The Hot Topic? Eastern Supply.

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U.S. propane inventories were only 11 percent behind the 5-year average recently and weekly export rates have been down (off 40 percent from 2021, 50 percent from 2020) which should put more supply into the domestic market. So why the recent tightness at many Eastern terminals?

The short answer is that propane supply has been going out of most terminals faster than it can be replenished or is scheduled to arrive and the availability of extra supply has been both time sensitive and location specific.

Waiting for Cars to Arrive.

For about a month now, many rail terminals from the Southeast to the Mid-Atlantic to the Northeast have struggled at times to receive railcars in a timely fashion.

To trace things back, some of the issues started in late December with a stretch of colder than normal temperatures in the Northwestern U.S. and Canada. The frigid weather slowed down railcar loading operations at NGL processing and storage facilities in Alberta and Saskatchewan which created bottlenecks and congestion in the holding yards.

COVID-related issues also affected both onsite facility crews (heating huts probably aren’t ideal for social distancing) and railroad crews from western Canada to western Pennsylvania. The reduced manpower impacted projected arrival times for connecting switches, which led to further delays.

But much of the problem has been the logical consequence of what happens when below-normal temperatures occur during the coldest part of the winter.

Pipeline Challenges.

The Teppco pipeline has also been experiencing very heavy demand. One observer told me recently that there were 6 trucks in line at Selkirk, NY, at 9 am and by 12 noon there were 30 trucks waiting, about a 3- to 4-hour wait.

Another challenge has been buying prompt or “wet” spot gas on the pipeline. Why? The Marcellus shale gas plants have done a great job this winter, but they carefully balance production with term sales so there isn’t always much extra, especially during cold weather when they consume more NGLs internally.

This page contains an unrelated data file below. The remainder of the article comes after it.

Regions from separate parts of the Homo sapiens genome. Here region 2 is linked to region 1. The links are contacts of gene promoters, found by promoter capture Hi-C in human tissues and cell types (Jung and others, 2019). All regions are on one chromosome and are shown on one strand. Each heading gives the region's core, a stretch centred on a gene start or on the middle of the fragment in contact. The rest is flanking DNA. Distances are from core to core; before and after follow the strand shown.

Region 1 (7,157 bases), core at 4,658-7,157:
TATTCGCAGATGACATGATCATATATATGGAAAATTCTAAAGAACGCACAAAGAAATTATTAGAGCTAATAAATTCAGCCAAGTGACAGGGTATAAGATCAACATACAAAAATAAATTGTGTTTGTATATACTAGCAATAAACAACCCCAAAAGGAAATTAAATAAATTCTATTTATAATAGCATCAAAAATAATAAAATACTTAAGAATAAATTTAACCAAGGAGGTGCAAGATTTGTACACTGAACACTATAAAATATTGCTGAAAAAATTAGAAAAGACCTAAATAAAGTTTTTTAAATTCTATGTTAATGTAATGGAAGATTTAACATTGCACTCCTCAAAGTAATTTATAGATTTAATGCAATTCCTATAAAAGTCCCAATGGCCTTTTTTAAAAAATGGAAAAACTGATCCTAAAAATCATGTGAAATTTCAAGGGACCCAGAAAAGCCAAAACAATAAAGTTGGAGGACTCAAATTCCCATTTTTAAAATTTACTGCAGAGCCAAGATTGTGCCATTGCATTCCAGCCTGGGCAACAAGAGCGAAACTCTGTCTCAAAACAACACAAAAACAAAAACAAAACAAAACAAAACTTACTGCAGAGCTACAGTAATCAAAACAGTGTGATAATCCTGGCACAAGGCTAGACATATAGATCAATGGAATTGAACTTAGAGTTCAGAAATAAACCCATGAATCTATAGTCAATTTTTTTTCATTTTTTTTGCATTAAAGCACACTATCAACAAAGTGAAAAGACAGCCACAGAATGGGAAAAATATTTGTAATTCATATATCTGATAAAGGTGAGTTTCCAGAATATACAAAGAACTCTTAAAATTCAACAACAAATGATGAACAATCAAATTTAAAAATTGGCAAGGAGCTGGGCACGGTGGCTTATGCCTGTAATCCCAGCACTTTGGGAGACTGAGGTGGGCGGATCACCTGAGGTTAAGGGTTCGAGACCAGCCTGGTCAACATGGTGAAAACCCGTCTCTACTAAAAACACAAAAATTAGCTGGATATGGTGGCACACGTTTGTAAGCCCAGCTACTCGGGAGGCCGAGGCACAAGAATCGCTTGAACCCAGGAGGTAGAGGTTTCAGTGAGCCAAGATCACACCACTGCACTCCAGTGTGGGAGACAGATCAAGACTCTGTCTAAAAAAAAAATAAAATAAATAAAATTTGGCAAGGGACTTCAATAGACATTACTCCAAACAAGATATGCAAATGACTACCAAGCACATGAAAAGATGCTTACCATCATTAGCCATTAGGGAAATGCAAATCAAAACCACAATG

Trucking Capacity.

Trucking capacity (manpower and equipment) is still one of the biggest challenges for our industry. So don’t be afraid to thank your propane delivery person when you see them!

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We are proud to say Ray Energy came through with flying colors fulfilling 100% of our contractual obligations and more!

For our part, whether it involves pipeline, railcar, or marine terminal supply, we plan ahead, manage our inventory carefully, and work around the clock to ensure that all customers can receive their monthly contract volumes.

It’s not always easy, so many thanks to our customers for their kind words about our service during these tough times!

What’s Happening with Propane Prices?

The Permian Basin (think west Texas, southeast New Mexico) is the largest producing shale basin (crude oil and natural gas) in North America. To put Permian output into perspective, crude oil production of 5 mmbbls./day equals half the daily output from Saudi Arabia!    

The projected U.S. shale response to the highest crude oil prices in 8 years, along with relaxed geopolitical tensions, has one major investment firm forecasting $65.00/bbl. Brent crude by December. But another major investment firm believes that Brent crude will average $105.00/bbl. in 2023.

These forward projections would put Belvieu propane in a $.85/gallon to $1.45/gallon price range using a $3.00/bbl. Brent/WTI spread and 58% propane to crude value for the calculation.

Which one will it be?

I would like to see the lower price projection for our customers. But, from my perspective, expectations for substantially lower prices are not aligned with the current actions, capabilities, or motivations of producers.

Propane Price Chart

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Weekly Inventory Numbers

Partly aided by a strong East Coast draw, U.S. propane inventories showed a large draw of 5.935 mmbbls. for the week ending February 11, 2022, nearly doubling industry expectations. This brings national inventory levels to 41.903 mmbbls., about 14 percent behind last year and now 17 percent behind the 5-year average.

PADD 2 (Midwest/Conway) inventories had a healthy draw of​ 1.851 mmbbls. They currently stand at 12.918 mmbbls., roughly 10 percent ahead of ​last year.

PADD 3 (Gulf Coast/Belvieu) inventories showed a robust draw of​ 2.489 mmbbls. They now stand at 21.005 mmbbls., nearly 26 percent behind last year.

The Skinny

The past four weeks have certainly been challenging at times for many propane terminals up and down the East Coast.

Winter isn’t over yet, but the good news is that Ray Energy has been securing additional propane supply to meet your incremental requirements, so please don’t hesitate to ask your sales representative should you need anything extra this month or in March.

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NOTE: The views and opinions expressed herein are solely those of the author, unless attributed to a third-party source, and do not necessarily reflect the views of Ray Energy Corp, its affiliates, or its employees. The information set forth herein has been obtained or derived from sources believed by the author to be reliable. However, the author does not make any representation or warranty, express or implied, as to the information’s accuracy or completeness, nor does the author recommend that the attached information serve as the basis of any buying decision and it has been provided to you solely for informational purposes.
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